The Charities Act 2006 will affect landlords registered as Industrial and Provident Societies, says Elizabeth Davis
Charitable landlords that have provisions for payment of interest on share capital may be affected by guidance from the Charity Commission about their charitable status.
Approximately 2,000 housing associations are registered Industrial and Provident Societies. Of these many are charities and are able to enjoy a range of charity tax exemptions and benefits.
Charitable IPSs are currently exempt from the requirement to register with the Charity Commission and although the requirement to register is due to change this year or next year for many IPSs that have an annual income of over £100,000, any IPS that has a suitable alternative principal regulator, such as the Tenants Services Authority, will remain exempt from the registration requirement.
Exempt charity status does not mean that a charitable IPS is free from the requirement to comply with charity law. The Charity Commission has recently issued a position paper on the charitable status of IPSs that pay interest on share capital, because of concerns that not all arrangements of this nature are compatible with charitable status.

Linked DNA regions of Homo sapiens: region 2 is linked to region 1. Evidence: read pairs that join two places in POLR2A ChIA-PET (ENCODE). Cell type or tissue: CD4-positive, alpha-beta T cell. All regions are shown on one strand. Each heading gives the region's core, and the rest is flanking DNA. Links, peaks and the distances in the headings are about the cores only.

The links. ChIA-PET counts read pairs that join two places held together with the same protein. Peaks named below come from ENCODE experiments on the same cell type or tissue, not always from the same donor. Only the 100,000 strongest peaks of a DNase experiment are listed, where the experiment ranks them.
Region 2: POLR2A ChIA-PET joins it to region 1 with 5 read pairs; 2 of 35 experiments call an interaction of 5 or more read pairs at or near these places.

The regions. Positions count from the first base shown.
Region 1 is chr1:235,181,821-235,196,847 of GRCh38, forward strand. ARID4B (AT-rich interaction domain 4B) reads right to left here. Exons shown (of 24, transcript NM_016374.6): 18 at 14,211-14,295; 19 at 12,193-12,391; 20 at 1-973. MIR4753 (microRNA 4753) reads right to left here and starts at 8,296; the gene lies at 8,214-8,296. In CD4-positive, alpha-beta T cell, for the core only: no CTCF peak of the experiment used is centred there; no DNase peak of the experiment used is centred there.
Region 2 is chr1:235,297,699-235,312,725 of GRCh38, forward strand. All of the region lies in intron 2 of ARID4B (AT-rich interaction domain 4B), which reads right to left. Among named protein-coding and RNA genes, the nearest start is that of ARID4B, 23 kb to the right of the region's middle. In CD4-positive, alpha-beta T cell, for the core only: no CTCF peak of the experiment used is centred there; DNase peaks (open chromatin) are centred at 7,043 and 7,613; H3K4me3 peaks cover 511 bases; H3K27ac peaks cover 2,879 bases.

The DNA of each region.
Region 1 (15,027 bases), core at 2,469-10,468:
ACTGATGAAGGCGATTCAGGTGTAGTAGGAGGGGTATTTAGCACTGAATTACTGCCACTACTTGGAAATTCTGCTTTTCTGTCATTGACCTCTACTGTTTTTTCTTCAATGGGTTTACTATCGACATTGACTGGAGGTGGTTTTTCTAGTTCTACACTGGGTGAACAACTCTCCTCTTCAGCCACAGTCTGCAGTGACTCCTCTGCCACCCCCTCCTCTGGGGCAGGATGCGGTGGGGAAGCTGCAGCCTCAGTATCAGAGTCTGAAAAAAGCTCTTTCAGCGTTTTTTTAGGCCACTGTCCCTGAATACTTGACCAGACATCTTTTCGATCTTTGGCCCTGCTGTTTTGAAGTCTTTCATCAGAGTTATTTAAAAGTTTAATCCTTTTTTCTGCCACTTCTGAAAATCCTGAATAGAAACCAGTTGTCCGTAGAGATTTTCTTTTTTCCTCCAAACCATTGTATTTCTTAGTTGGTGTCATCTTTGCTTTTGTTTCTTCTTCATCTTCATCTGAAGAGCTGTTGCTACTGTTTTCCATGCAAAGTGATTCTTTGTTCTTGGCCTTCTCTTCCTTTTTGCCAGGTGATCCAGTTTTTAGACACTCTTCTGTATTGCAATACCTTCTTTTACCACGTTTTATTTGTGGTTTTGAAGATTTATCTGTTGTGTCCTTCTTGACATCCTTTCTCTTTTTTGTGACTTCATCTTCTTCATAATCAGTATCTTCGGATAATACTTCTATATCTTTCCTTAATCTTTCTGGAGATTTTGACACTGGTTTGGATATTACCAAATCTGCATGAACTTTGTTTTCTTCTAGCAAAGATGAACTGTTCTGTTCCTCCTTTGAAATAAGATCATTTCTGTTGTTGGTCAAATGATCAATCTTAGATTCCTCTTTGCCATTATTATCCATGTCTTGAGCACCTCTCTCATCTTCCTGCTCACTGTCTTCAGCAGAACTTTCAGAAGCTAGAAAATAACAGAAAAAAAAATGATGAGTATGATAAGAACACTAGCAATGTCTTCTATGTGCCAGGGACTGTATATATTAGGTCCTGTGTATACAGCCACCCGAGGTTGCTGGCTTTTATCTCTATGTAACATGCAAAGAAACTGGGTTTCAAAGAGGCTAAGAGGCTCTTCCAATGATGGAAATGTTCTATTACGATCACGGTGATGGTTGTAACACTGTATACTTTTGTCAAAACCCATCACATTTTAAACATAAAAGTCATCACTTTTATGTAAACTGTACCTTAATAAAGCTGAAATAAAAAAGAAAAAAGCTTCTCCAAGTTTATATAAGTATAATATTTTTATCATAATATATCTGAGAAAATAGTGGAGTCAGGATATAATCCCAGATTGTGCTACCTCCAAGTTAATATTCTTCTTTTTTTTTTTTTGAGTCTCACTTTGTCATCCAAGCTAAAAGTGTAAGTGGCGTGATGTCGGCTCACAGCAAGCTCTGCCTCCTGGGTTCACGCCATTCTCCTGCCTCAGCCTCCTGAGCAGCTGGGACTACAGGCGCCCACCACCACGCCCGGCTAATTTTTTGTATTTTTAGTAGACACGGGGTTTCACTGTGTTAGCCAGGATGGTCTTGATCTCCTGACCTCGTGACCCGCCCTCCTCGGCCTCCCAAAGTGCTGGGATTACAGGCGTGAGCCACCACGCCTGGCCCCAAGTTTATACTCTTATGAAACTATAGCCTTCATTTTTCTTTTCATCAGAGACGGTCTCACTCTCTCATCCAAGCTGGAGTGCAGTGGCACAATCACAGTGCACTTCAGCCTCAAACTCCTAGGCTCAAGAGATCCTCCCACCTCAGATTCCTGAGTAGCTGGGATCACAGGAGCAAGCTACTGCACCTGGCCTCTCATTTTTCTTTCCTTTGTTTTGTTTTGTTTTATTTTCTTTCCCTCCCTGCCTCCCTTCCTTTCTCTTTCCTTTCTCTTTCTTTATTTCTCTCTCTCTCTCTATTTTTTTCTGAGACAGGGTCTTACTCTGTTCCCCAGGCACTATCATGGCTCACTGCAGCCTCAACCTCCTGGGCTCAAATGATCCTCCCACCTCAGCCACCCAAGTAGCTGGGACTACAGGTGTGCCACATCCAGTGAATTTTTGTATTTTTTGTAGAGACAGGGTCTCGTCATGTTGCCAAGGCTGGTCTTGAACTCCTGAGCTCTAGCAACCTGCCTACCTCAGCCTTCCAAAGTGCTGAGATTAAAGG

Some not-for-profit IPSs that are set up as community benefit societies have provisions in their rules allowing them to pay interest on share capital. The arrangement commonly operates as a sort of ‘loan finance’ with reasonable rates for borrowing and they need only to pay interest when this is affordable.
The commission has announced that it will consider such payments to be compatible with charitable status provided that the rules include various safeguards. These control the interest rates, curb underlying rights shares may otherwise offer and ensure that the cost of these payments is met before the surplus is determined, which means that the payments are not actually out of profits. This announcement has direct implications for those affected IPSs that will have to register as charities when the new registration requirement comes in.
There are also potential implications for charitable landlords and other exempt charities that pay interest on shares if HMRC decided to follow the commission’s lead and question the charitable status of an exempt IPS that does not restrict its arrangements for the payment of interest on shares in the manner required by the commission.
We recommend that IPSs carry out a review of their rules to ensure that, if they do have the power to pay interest on shares, the commission’s requirements are met and their charitable tax exempt status and benefits remain secure.
Elizabeth Davis is head of charities at Blake Lapthorn